A friend of mine posted this on Face Book today:

I own a Hot Dog Stand. I sell hot dogs. I try to make a living selling hot dogs. I am open from 9-3 Tues, Wed & Thurs. Friday I work half a day (golf the rest) and never on Saturday. I have one special hot dog sale a week. Sunday Mornings from 9-noon. Then I go home and take a nap. Monday’s are my day off. I’m not making a living doing this. What do you think is wrong? Why don’t more people buy my hot dogs? Any advice?

Here’s one piece of advice that followed:

You’re not totally committed to your success in business. Your work ethic is sorely lacking. Being your own boss requires discipline, hard work and long hours that may not fit your dream lifestyle. Want to be successful? Do your research and pick a busy spot, work every day, sell the best hot dog in town, treat your customers like God sent them, keep a smile on your face, and pay the price. On the spiritual side: dedicate your business to God, pray, tithe & give offerings, walk in the Spirit. Eventually, you may reach your goal of more leisure time, perhaps even hire someone to work your stand, while you’re golfing.

It was after receiving more advice like this, my friend revealed the following:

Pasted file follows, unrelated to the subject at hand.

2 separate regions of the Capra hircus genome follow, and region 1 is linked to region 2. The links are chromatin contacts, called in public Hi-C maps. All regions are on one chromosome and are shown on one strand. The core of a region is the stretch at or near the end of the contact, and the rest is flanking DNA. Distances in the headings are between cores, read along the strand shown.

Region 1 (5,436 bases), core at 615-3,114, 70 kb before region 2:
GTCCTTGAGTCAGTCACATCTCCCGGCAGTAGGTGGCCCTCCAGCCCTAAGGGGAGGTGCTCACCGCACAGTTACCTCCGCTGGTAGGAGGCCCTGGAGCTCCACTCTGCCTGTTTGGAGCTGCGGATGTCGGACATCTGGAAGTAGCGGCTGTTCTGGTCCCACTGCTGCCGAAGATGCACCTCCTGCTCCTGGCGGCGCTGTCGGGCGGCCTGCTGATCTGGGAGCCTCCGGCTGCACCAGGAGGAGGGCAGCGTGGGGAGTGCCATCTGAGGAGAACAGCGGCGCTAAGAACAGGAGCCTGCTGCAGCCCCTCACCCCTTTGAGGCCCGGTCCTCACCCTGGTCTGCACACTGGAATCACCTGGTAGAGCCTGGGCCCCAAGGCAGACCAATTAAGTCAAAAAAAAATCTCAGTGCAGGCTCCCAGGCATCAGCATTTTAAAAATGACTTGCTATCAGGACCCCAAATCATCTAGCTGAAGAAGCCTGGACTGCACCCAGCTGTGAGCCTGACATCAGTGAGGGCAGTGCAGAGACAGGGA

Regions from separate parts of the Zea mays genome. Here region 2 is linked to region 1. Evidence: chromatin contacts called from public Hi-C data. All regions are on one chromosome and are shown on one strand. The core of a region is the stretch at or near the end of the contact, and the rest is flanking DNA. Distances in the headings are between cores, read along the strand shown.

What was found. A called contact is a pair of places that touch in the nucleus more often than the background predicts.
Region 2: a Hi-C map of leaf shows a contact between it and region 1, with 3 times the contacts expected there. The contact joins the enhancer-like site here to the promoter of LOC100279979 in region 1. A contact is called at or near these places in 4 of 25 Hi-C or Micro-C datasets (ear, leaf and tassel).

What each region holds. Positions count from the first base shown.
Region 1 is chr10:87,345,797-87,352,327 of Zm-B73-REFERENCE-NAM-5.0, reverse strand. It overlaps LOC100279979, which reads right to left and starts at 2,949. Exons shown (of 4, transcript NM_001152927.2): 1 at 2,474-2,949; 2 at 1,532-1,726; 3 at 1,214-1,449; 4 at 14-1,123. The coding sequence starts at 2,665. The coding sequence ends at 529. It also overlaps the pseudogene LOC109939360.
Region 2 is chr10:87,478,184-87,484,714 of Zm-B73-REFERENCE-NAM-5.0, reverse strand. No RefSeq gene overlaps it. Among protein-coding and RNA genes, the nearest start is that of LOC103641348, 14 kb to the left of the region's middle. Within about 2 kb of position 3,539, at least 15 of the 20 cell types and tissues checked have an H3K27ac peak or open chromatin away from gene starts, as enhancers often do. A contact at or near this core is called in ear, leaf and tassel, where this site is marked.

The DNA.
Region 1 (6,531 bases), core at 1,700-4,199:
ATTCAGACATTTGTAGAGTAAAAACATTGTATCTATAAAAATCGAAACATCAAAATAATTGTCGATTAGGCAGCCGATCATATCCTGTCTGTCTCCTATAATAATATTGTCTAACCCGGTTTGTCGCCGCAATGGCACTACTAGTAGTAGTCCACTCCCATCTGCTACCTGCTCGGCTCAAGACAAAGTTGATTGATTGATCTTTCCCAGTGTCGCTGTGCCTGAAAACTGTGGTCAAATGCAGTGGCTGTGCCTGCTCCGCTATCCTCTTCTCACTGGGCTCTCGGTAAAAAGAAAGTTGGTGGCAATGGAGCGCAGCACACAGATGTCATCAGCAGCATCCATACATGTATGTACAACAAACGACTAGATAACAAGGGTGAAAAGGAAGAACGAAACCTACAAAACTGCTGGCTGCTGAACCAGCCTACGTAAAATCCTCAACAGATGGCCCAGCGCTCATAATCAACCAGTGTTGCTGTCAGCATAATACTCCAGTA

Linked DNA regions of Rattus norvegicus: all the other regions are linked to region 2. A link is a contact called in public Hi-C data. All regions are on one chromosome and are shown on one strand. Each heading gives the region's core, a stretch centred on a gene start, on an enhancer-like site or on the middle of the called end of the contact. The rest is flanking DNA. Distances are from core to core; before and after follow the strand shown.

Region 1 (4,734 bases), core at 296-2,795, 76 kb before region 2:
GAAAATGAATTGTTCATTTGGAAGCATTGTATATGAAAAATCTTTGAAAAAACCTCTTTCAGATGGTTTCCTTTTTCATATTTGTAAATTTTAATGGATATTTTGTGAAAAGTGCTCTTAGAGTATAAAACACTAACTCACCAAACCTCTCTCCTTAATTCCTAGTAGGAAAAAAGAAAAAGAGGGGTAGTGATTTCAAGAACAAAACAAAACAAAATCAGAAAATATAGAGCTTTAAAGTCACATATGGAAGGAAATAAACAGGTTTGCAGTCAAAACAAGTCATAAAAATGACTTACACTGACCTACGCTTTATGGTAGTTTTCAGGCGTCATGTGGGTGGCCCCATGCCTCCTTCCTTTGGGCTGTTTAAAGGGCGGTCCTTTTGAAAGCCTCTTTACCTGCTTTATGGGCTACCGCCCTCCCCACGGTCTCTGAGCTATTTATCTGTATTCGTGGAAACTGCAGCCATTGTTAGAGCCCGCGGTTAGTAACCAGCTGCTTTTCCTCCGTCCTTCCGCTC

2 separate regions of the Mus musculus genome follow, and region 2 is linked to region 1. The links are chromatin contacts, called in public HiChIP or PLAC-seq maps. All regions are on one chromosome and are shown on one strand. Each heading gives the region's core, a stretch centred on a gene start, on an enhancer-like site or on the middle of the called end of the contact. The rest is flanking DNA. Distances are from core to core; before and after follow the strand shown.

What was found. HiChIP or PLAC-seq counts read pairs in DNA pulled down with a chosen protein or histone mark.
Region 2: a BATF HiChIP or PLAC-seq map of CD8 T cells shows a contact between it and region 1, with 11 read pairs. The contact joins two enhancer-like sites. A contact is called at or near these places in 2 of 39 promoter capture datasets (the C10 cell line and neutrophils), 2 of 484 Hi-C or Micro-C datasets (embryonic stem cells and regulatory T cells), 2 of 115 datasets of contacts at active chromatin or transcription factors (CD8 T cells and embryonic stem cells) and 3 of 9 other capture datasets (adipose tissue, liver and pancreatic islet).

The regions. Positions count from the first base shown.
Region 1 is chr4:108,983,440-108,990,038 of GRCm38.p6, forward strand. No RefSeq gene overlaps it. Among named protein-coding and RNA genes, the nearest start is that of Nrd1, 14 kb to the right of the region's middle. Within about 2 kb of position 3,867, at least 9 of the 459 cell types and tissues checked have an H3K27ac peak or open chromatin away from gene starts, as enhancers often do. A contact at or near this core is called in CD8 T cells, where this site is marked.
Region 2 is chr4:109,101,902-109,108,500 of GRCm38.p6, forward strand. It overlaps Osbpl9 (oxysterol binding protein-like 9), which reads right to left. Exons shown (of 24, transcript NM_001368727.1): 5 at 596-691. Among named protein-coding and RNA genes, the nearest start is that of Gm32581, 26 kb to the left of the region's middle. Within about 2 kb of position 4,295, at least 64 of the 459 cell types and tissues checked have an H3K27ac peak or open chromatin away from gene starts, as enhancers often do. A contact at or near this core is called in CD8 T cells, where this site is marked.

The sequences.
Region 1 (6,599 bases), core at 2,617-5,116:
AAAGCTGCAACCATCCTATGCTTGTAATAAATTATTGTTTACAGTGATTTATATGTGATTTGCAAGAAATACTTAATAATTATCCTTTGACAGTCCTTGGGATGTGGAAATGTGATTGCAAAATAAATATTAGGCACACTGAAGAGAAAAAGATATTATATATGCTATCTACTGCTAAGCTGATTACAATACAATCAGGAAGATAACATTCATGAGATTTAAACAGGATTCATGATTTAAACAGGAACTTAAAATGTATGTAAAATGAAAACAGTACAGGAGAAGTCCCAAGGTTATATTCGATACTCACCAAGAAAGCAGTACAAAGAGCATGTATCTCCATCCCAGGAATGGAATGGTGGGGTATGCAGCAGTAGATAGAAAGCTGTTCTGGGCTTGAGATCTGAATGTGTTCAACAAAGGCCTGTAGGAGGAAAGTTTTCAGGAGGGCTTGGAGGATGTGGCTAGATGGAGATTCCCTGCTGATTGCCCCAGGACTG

Okay guys. I don’t own a hot dog stand. This is the work schedule of many pastors I know who are constantly complaining about their church not growing or the amount of money they’re making as a Minister. That’s what allegories are.

I’ve known this story-teller long enough to know he does not sell hot dogs. So, I smelled a rat! And I was right! To be honest I was sure he was aiming this toward pastors and when I found that to be true, there was a bit of an “ouch” that arrived with it.

Why “ouch”? Because I am a pastor and have witnessed first-hand, up close and personal, how this allegory plays out in the lives of those who should remember that they are called by God, who should remember where the power and the authority for their calling comes from.

Sadly, in my own tribe I see people who are not worthy of their hire, who do as little as possible, but demand a fair wage and even more. Being somewhat of a Type A, I have found pastoring to be a full-time and more job. I often wonder as I listen to sermons just how much time went into message preparation.

By preparation I mean, seeking out the Spirit’s direction, reading and re-reading a text, studying it thoroughly, meditating on it, memorizing it, hearing it over and over … and obeying it in their own life … before they ever step foot in a pulpit or behind a lectern or on a platform. I would even add … before they sit down and write out that message and practice it and edit it over and over.

Personally I find myself spending “full-time” doing that to be just the beginning to the “full-time” job the Lord called me to.

I will confess that as a “retired” pastor (retired from pastoring a church), that I still have a “full-time” job just coming up with a message each week (doing what I suggested above) serving a small church as their “preaching/teaching” pastor.

If some shepherds were truly paid what they were worth … well … that is a subject for another time.

And by the way … that one piece of advice the one person shared above who thought it was really about a hot dog stand … she is dead on … but not for the reason she thought. That’s why I said “ouch.”